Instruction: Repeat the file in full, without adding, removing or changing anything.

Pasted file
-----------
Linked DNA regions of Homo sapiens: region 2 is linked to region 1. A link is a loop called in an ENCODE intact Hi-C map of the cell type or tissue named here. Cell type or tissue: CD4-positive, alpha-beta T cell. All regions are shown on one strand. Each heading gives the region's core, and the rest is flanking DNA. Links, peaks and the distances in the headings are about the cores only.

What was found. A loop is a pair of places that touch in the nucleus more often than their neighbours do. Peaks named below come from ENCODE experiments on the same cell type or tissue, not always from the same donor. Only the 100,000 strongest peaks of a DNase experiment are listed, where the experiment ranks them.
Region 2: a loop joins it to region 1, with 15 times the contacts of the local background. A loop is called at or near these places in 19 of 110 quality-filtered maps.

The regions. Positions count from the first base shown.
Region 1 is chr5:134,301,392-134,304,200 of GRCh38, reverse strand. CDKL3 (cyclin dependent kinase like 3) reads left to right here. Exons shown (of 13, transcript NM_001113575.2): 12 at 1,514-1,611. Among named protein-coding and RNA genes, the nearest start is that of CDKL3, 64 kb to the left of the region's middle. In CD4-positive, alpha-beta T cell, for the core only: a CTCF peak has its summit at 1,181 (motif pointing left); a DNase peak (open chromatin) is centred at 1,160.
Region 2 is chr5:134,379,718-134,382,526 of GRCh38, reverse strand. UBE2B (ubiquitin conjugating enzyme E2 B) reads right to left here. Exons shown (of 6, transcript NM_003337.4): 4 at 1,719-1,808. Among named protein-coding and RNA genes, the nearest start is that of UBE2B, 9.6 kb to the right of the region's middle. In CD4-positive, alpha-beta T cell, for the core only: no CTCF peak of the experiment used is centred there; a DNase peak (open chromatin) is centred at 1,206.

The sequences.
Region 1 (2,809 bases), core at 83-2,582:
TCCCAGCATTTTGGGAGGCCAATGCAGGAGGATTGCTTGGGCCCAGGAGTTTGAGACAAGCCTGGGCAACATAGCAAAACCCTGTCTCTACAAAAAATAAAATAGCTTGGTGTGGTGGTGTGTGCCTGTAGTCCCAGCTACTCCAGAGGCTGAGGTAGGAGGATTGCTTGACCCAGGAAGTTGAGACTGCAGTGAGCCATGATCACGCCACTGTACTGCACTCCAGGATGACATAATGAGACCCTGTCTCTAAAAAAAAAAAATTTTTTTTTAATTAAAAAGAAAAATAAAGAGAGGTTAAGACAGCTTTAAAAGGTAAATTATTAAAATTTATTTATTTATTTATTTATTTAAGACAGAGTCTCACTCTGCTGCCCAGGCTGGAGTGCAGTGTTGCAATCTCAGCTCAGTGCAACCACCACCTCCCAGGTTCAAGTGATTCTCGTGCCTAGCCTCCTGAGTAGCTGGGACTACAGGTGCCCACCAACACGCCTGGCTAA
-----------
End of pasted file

Linked DNA regions of Homo sapiens: region 2 is linked to region 1. A link is a loop called in an ENCODE intact Hi-C map of the cell type or tissue named here. Cell type or tissue: CD4-positive, alpha-beta T cell. All regions are shown on one strand. Each heading gives the region's core, and the rest is flanking DNA. Links, peaks and the distances in the headings are about the cores only.

What was found. A loop is a pair of places that touch in the nucleus more often than their neighbours do. Peaks named below come from ENCODE experiments on the same cell type or tissue, not always from the same donor. Only the 100,000 strongest peaks of a DNase experiment are listed, where the experiment ranks them.
Region 2: a loop joins it to region 1, with 15 times the contacts of the local background. A loop is called at or near these places in 19 of 110 quality-filtered maps.

The regions. Positions count from the first base shown.
Region 1 is chr5:134,301,392-134,304,200 of GRCh38, reverse strand. CDKL3 (cyclin dependent kinase like 3) reads left to right here. Exons shown (of 13, transcript NM_001113575.2): 12 at 1,514-1,611. Among named protein-coding and RNA genes, the nearest start is that of CDKL3, 64 kb to the left of the region's middle. In CD4-positive, alpha-beta T cell, for the core only: a CTCF peak has its summit at 1,181 (motif pointing left); a DNase peak (open chromatin) is centred at 1,160.
Region 2 is chr5:134,379,718-134,382,526 of GRCh38, reverse strand. UBE2B (ubiquitin conjugating enzyme E2 B) reads right to left here. Exons shown (of 6, transcript NM_003337.4): 4 at 1,719-1,808. Among named protein-coding and RNA genes, the nearest start is that of UBE2B, 9.6 kb to the right of the region's middle. In CD4-positive, alpha-beta T cell, for the core only: no CTCF peak of the experiment used is centred there; a DNase peak (open chromatin) is centred at 1,206.

The sequences.
Region 1 (2,809 bases), core at 83-2,582:
TCCCAGCATTTTGGGAGGCCAATGCAGGAGGATTGCTTGGGCCCAGGAGTTTGAGACAAGCCTGGGCAACATAGCAAAACCCTGTCTCTACAAAAAATAAAATAGCTTGGTGTGGTGGTGTGTGCCTGTAGTCCCAGCTACTCCAGAGGCTGAGGTAGGAGGATTGCTTGACCCAGGAAGTTGAGACTGCAGTGAGCCATGATCACGCCACTGTACTGCACTCCAGGATGACATAATGAGACCCTGTCTCTAAAAAAAAAAAATTTTTTTTTAATTAAAAAGAAAAATAAAGAGAGGTTAAGACAGCTTTAAAAGGTAAATTATTAAAATTTATTTATTTATTTATTTATTTAAGACAGAGTCTCACTCTGCTGCCCAGGCTGGAGTGCAGTGTTGCAATCTCAGCTCAGTGCAACCACCACCTCCCAGGTTCAAGTGATTCTCGTGCCTAGCCTCCTGAGTAGCTGGGACTACAGGTGCCCACCAACACGCCTGGCTAA